FROM THE SOCIETY OF AMERICAN ARTISTS TO THE ASH CAN SCHOOL

Throughout the history of our nation, American painting has been confused and impeded by physical and cultural isolation. First-class old master canvases have always been rare in this land, available only in a few cities. Although examples of the European art then contemporary have been imported in every generation, the men who created them and the studios in which they were created have remained across three thousand miles of ocean. Foreign traditions have never been assimilated in the United States, and yet no intelligent man can deny that these traditions have, down the ages, created a greater art than our own.

From the beginning, this situation has placed our painters in a dilemma. The America that was their birthright was an exciting land, and, in any case, it was irrevocably built into their personalities, by environment even if not by heredity. On the other hand, the masterpieces which seemed in every lifetime to be signposts pointing the way to immortality were created in distant lands under different conditions to express another way of life. Blending European skill with American experience has always been a most puzzling labor. Most artists have found it easier either to forget the great traditions or to forget the United States. As time has passed, these two solutions have been accepted alternately, in a sort of rough pendulum swing.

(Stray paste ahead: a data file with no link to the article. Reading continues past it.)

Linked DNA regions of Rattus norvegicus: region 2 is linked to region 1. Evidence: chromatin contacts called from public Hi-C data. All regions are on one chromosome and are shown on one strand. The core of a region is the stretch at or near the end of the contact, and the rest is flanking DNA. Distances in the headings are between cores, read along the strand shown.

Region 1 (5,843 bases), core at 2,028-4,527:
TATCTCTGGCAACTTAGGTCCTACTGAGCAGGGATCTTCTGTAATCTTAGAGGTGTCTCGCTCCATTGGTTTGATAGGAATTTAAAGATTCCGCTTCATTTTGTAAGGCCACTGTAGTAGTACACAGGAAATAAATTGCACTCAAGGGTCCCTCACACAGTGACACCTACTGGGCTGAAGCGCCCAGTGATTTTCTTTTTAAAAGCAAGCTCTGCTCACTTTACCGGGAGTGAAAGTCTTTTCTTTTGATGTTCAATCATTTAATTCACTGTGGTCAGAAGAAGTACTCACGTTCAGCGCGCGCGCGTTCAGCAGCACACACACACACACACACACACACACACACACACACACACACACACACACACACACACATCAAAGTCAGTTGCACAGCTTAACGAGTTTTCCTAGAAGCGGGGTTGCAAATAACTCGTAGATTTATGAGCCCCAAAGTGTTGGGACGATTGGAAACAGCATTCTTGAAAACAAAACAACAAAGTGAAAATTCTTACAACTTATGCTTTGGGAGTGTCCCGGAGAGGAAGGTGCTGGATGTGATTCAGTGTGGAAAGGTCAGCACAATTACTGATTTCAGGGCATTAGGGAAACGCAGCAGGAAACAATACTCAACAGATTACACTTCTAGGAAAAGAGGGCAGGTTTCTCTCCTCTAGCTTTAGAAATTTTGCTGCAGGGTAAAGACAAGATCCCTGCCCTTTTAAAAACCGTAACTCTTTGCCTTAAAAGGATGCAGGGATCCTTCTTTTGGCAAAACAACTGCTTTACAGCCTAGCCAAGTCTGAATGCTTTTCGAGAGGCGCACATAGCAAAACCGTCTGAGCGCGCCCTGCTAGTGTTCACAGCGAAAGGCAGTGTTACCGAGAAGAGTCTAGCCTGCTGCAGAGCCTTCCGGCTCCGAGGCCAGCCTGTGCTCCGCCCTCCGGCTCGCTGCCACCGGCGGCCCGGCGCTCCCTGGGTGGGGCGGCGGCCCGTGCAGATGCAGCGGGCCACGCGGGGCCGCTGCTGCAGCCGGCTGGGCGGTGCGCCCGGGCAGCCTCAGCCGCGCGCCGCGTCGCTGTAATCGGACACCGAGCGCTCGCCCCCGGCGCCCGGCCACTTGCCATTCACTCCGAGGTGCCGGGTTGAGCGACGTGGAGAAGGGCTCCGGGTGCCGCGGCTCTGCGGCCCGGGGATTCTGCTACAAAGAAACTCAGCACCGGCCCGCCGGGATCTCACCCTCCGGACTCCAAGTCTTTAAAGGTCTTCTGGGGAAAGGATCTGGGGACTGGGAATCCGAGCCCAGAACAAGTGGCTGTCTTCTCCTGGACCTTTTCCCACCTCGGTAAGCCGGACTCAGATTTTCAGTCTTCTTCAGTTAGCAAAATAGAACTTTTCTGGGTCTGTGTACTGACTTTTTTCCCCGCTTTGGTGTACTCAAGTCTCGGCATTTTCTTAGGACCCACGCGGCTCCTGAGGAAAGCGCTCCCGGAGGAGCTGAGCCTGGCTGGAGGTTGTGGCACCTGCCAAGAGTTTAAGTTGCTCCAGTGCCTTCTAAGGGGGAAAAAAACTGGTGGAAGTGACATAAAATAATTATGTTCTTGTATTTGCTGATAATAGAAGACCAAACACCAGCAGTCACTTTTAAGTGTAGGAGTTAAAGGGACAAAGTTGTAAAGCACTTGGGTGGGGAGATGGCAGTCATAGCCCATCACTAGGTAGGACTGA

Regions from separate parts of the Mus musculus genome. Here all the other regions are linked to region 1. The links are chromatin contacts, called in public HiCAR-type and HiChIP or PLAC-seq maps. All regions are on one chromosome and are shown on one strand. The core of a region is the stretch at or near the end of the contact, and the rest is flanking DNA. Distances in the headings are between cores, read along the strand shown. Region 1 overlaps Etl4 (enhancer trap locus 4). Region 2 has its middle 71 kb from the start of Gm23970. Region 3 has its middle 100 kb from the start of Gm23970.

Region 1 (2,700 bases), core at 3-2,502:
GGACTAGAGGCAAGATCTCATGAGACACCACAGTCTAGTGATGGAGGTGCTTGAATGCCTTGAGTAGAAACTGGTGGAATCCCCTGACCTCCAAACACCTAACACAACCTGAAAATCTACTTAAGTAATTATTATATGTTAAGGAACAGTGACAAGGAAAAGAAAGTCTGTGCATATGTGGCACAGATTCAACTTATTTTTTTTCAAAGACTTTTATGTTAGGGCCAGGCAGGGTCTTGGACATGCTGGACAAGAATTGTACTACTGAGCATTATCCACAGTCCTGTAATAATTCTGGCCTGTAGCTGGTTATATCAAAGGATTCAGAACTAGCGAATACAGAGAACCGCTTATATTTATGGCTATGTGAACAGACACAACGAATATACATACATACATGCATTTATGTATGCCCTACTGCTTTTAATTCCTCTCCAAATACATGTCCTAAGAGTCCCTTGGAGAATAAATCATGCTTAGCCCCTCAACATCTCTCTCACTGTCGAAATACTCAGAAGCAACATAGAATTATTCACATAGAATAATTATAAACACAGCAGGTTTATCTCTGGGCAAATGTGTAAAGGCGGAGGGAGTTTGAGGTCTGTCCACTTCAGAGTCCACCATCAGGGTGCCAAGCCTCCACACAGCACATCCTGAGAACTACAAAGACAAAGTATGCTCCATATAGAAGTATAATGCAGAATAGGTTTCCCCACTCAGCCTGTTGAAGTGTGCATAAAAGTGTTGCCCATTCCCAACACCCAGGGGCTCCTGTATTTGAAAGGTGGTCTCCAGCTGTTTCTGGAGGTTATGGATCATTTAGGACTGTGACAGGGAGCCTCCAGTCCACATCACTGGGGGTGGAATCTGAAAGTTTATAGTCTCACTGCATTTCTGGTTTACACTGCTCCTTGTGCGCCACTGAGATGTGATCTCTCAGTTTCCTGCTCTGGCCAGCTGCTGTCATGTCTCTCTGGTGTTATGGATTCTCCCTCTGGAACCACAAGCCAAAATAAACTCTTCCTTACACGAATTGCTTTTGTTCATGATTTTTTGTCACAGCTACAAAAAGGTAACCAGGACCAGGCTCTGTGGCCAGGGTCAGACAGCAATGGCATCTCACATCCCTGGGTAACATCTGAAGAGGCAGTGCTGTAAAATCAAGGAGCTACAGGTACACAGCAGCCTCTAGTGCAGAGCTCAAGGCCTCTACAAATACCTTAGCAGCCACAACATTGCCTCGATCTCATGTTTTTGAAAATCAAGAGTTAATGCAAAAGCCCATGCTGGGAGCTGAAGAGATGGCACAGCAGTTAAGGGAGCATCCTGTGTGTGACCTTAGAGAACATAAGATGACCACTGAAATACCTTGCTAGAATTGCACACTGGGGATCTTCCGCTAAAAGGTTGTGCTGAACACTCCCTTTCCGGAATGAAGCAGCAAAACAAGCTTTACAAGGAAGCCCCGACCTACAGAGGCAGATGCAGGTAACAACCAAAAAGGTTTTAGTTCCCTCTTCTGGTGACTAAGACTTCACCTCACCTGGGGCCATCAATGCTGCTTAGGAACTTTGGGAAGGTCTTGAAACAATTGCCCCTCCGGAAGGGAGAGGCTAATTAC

Although American painting dates back to at least 1660, not till 1760 did an important American painter set foot in Europe. The art of the Colonial period was, of necessity, largely a native growth. However, the same increase in power and prosperity that inspired the American Revolution propelled our painters abroad. For two generations, American artists played a role on the world stage. The first of these generations adhered to native roots and prospered; the second attempted to become completely Europeanized and failed so dismally that the pendulum suddenly leapt to the other extreme. In the 1830s, the members of the Hudson River and related schools became passionately dedicated to de

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